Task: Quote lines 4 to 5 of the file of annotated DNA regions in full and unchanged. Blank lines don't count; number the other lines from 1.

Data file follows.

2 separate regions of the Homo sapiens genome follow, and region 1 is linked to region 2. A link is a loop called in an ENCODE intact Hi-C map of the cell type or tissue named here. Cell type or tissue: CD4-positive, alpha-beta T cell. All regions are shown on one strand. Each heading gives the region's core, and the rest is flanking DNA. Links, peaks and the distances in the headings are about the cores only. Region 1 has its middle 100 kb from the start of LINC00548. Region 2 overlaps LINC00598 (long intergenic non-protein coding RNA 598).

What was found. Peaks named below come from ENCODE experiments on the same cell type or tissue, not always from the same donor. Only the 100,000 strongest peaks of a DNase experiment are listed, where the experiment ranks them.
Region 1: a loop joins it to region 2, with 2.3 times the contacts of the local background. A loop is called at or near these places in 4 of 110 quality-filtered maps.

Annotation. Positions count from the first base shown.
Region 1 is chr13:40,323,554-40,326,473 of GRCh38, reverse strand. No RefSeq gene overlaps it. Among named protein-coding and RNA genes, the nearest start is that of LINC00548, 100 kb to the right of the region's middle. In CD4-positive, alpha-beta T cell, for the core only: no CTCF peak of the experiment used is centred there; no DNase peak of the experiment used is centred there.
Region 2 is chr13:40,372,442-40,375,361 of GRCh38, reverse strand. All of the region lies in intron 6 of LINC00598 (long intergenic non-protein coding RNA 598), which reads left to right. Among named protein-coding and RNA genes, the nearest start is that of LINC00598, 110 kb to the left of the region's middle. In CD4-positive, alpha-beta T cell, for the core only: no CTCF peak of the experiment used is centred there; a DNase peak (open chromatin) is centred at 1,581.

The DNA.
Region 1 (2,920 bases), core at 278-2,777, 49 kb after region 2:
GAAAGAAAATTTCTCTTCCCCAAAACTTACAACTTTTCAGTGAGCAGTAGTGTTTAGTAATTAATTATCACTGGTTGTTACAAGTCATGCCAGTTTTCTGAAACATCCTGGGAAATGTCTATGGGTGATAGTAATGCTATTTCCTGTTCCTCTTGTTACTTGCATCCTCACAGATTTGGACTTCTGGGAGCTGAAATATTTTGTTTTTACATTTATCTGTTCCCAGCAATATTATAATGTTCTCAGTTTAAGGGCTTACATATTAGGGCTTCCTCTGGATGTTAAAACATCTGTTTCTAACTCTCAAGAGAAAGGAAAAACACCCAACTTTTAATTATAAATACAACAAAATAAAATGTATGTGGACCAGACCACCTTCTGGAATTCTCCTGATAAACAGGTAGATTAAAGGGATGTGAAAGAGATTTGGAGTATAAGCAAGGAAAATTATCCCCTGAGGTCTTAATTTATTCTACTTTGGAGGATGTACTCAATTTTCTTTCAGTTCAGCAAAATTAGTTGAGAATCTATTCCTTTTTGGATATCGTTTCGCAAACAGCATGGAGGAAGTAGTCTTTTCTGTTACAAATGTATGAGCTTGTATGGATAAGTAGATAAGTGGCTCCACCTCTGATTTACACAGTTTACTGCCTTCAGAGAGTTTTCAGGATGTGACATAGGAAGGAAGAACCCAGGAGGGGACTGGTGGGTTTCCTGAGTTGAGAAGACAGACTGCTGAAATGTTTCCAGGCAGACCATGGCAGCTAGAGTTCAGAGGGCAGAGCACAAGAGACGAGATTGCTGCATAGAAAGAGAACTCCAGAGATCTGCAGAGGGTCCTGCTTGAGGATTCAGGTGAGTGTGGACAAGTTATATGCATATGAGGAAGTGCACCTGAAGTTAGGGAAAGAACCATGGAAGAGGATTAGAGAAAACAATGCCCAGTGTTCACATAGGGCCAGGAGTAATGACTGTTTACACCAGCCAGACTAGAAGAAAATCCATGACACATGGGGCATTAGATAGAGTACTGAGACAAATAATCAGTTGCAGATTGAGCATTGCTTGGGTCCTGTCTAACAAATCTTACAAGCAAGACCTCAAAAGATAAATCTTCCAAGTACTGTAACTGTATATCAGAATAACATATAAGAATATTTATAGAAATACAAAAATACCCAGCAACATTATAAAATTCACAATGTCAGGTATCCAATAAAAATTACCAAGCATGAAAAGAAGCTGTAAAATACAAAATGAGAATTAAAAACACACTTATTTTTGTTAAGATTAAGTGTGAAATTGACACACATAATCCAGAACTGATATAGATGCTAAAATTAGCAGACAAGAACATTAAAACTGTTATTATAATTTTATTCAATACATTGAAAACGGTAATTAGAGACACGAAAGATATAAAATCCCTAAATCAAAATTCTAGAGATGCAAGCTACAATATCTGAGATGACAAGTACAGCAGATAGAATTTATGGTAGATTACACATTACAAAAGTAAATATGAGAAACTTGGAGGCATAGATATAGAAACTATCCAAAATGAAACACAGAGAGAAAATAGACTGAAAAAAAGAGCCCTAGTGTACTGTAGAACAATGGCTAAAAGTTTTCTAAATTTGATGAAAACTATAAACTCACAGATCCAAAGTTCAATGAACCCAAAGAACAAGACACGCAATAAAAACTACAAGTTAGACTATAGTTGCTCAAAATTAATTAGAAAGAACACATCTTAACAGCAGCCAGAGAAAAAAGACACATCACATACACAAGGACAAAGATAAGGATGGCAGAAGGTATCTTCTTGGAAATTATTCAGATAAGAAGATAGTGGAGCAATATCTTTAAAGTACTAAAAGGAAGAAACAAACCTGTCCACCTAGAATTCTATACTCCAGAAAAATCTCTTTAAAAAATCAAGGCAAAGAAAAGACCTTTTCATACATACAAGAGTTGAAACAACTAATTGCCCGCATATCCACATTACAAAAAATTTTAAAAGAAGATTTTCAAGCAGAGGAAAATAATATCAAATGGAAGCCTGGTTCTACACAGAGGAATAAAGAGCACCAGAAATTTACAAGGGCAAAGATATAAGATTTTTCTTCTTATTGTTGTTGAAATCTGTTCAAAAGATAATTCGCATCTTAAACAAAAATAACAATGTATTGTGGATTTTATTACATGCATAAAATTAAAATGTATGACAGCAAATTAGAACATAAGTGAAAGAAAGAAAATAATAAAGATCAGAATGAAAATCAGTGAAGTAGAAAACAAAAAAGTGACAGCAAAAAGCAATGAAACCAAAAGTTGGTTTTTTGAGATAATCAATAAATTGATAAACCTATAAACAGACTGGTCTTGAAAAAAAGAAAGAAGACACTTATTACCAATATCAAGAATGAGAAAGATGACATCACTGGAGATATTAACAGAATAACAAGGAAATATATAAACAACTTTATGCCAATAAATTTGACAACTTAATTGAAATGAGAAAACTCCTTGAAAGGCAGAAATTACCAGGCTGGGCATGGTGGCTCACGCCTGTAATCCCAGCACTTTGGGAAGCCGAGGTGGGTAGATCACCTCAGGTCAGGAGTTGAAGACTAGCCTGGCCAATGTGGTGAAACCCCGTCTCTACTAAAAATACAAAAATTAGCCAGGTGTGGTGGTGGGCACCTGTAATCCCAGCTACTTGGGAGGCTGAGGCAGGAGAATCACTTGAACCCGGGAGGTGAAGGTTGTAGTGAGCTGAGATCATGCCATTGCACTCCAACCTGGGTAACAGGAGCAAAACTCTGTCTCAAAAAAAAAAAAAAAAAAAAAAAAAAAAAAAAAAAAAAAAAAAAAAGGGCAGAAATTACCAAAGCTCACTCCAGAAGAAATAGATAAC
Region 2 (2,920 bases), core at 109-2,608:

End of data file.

Annotation. Positions count from the first base shown.
Region 1 is chr13:40,323,554-40,326,473 of GRCh38, reverse strand. No RefSeq gene overlaps it. Among named protein-coding and RNA genes, the nearest start is that of LINC00548, 100 kb to the right of the region's middle. In CD4-positive, alpha-beta T cell, for the core only: no CTCF peak of the experiment used is centred there; no DNase peak of the experiment used is centred there.